Authorship is rapidly approaching unity

Authorship is rapidly approaching unity!

This post was first written in 2017 but it still seems relevant now, perhaps more so, and so is repeated with a few minor emendations.  It is part whimsy and part prophetic although with the explosion of IT the prophetic rapidly becomes the historical.  It was stimulated when I was asked by Angela to read Fitzpatrick, K. (2011)  THE DIGITAL FUTURE OF AUTHORSHIP: RETHINKINGORIGINALITY   I spent about 30 minutes on the article.  It said a lot to me and probably a lot more to others who don’t have my slow reading and limited attention span problems.  Six pages is about my limit probably conditioned by my science background (although 6 pages is not too bad:  it represents an awful lot of tweets!).  I took away some ideas that were important to me.  Here they are; I hope that I have not misrepresented Fitzpatrick and apologize for not commenting on or developing many of the other excellent ideas in that paper.

I think one of Fitzpatrick’s key ideas is that authorship and originality and ownership of ideas expressed in print or digital media are taking a bit of a battering since all information; past and present is so accessible online.  But to me this is simply stating what always was in the old pencil, print and paper era:  It has simply become just that much more so with IT.  The ‘view’ of Newton’s that ‘if I can see more it is because I stand on the shoulders of giants’ sums it up well.  I take the view that any good idea that I might express is probably the reworking of others with little if any working of my own.  So, as a poor facsimile of Newton living in the present digital age I would say  “if I can see just a little more than some, it is because I stand on the shoulders of a myriad of intellectual midgets”’.  Now before anyone wants to bite me on the intellectual ankle, let me assure you that I am just one of the midget myriad but as such I am also one of a major interconnected intellectual power:  the digital wisdom of the commons.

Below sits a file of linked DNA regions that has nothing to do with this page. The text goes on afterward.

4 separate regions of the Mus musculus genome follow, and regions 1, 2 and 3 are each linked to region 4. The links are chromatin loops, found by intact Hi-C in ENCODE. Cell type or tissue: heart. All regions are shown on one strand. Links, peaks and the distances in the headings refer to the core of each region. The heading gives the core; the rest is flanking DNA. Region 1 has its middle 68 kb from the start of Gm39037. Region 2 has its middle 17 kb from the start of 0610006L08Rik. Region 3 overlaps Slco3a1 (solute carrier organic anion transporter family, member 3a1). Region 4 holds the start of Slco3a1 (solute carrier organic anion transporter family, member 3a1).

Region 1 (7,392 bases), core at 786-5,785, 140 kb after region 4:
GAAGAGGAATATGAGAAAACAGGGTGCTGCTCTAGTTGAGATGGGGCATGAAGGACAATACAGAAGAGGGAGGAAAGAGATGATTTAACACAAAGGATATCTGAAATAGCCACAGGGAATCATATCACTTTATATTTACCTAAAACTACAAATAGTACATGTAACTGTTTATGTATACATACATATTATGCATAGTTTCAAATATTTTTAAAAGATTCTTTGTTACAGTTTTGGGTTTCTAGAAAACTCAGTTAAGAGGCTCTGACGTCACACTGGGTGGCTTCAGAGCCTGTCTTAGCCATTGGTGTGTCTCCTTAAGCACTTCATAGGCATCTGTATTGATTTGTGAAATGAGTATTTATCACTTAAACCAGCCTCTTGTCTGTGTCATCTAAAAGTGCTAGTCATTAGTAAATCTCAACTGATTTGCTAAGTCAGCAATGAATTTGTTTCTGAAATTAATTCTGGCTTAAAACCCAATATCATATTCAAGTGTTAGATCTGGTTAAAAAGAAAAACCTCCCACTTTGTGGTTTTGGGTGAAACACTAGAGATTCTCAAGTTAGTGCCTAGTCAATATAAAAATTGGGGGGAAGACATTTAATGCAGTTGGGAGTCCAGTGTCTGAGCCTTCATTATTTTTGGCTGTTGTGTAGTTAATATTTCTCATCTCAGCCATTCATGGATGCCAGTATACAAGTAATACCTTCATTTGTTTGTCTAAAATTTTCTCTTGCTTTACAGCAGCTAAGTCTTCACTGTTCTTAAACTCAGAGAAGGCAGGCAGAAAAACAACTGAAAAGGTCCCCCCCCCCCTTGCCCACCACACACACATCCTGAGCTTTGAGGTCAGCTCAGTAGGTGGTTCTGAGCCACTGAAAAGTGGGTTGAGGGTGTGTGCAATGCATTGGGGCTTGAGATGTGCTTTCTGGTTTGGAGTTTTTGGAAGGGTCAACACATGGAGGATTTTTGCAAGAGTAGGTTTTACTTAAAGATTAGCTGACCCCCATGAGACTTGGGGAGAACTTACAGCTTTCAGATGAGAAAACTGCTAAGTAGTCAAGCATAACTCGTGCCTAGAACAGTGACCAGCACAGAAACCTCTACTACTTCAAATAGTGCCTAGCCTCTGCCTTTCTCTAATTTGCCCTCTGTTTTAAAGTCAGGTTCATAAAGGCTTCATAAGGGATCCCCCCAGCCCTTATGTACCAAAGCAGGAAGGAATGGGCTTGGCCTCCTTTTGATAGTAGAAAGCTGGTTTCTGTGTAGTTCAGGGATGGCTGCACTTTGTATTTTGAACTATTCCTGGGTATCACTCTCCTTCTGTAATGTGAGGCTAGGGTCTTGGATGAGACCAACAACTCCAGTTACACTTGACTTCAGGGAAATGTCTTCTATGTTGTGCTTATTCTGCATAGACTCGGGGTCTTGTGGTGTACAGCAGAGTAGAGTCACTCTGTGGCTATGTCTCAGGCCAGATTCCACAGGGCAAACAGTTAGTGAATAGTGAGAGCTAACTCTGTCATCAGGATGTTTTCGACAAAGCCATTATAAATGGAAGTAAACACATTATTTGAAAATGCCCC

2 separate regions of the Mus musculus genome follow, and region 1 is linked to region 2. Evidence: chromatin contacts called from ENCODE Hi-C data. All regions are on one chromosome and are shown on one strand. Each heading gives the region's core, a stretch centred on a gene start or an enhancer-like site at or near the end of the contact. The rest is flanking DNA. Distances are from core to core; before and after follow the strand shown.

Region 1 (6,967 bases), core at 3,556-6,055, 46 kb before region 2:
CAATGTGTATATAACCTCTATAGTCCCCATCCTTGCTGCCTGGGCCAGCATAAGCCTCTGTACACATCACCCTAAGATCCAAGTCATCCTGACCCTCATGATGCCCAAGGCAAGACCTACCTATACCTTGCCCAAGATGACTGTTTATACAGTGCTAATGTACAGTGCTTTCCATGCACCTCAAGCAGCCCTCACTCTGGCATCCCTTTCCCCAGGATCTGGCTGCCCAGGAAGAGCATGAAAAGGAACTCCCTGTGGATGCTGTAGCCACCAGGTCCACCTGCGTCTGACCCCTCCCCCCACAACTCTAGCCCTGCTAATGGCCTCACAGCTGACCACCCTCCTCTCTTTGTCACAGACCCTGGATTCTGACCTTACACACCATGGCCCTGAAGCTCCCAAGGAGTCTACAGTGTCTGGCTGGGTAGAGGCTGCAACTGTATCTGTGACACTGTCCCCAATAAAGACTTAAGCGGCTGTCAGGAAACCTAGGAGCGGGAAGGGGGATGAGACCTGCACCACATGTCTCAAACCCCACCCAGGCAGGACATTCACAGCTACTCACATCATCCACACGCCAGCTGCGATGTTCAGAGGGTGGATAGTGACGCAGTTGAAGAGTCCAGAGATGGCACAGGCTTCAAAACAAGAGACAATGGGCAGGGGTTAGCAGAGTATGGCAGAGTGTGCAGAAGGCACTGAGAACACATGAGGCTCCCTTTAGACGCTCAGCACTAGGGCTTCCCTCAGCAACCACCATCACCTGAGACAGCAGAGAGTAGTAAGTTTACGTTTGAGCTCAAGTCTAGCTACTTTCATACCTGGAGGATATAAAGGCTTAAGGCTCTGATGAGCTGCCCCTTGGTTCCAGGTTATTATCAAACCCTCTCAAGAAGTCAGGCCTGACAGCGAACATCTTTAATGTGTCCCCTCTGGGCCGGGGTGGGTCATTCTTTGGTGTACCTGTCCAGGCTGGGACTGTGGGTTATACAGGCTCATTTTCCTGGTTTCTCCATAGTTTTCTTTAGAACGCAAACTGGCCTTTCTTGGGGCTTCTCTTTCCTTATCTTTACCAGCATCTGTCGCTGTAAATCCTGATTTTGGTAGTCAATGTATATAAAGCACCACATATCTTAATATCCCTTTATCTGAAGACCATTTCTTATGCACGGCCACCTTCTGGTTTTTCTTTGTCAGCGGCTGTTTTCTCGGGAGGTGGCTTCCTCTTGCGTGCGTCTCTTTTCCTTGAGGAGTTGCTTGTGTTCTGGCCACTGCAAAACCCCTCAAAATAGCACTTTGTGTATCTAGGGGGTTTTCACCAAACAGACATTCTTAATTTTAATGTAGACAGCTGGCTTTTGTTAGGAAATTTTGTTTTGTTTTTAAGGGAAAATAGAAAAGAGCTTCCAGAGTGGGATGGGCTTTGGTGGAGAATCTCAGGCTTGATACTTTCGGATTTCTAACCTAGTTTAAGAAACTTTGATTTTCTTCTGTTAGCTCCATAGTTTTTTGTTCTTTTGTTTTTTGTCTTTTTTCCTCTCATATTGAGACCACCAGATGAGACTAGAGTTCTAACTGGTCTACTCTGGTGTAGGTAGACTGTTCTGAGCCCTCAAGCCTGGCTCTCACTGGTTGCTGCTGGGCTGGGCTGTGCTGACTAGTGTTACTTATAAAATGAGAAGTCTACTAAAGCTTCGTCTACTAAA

But I do have a problem with this.  There are now 7000000000 people in the world of which say 1000000000 can or soon will be adding to the digital noise emanating from this planet and impinging onto our human non digitized brains that really are not well adapted to being assaulted in this way.  Not only that but these 1000000000 people are likely to not just add their own digitized thoughts to this digitized primal slime of ‘information’ bits or tearabits (sic) but they also repeat the bits of others ‘tweets’ or whatever.  Even more frightening; soon we may well have computer programs that can themselves, without the aid of humans, search for and rework and synthesise the existing human digitized thoughts floating around the web to produce ‘author’, an infinite variety of yet more digitized thought contributions.  The ever increasing mass of digitized verbiage masquerading as original ideas or value added contributions will rapidly approach unity.

Crazy?  No it is already here.  The blockbuster book is written to a formula with very little original human input.  The ‘author’ does need to meld a bit of ‘original’ research, gathered from a team of out of work BA honours students and as directed by the publisher, fit the BA hons research and any minimal ideas of the author to the apparent taste or lust of the client (reader).  Very soon the ‘author’ will be able to dispense with the BA Honours staff (the computer will provide the research) and also the publishers advice (computer algorithms will be able to sample the client’s reading (and perhaps full profile or soul) and establish just what the client is looking for and thus just what the ‘author’ must write about).

I digress.  The answer of course is that I agree with Fitzpatrick:  digital technology is making us think what authorship is all about.  I go further with asking what profit will there be in endless proliferation of digitized thoughts, be they human or computer authored?  How can we make sense of it all and in keeping with the prime purpose of this blog spot, Education for World Futures, how can we use it wisely?

The last question is the easiest.  Our unique job as global educators right now is to try to selectively capture at least some meaning from the digital mess of authored information and ideas, add a little wisdom from our own personal experience and psyches and integrate these two with the capacities, propensities and experiences of our students to hopefully allow them and us to think more clearly about our humanity, the world we live in and the world we would like to have.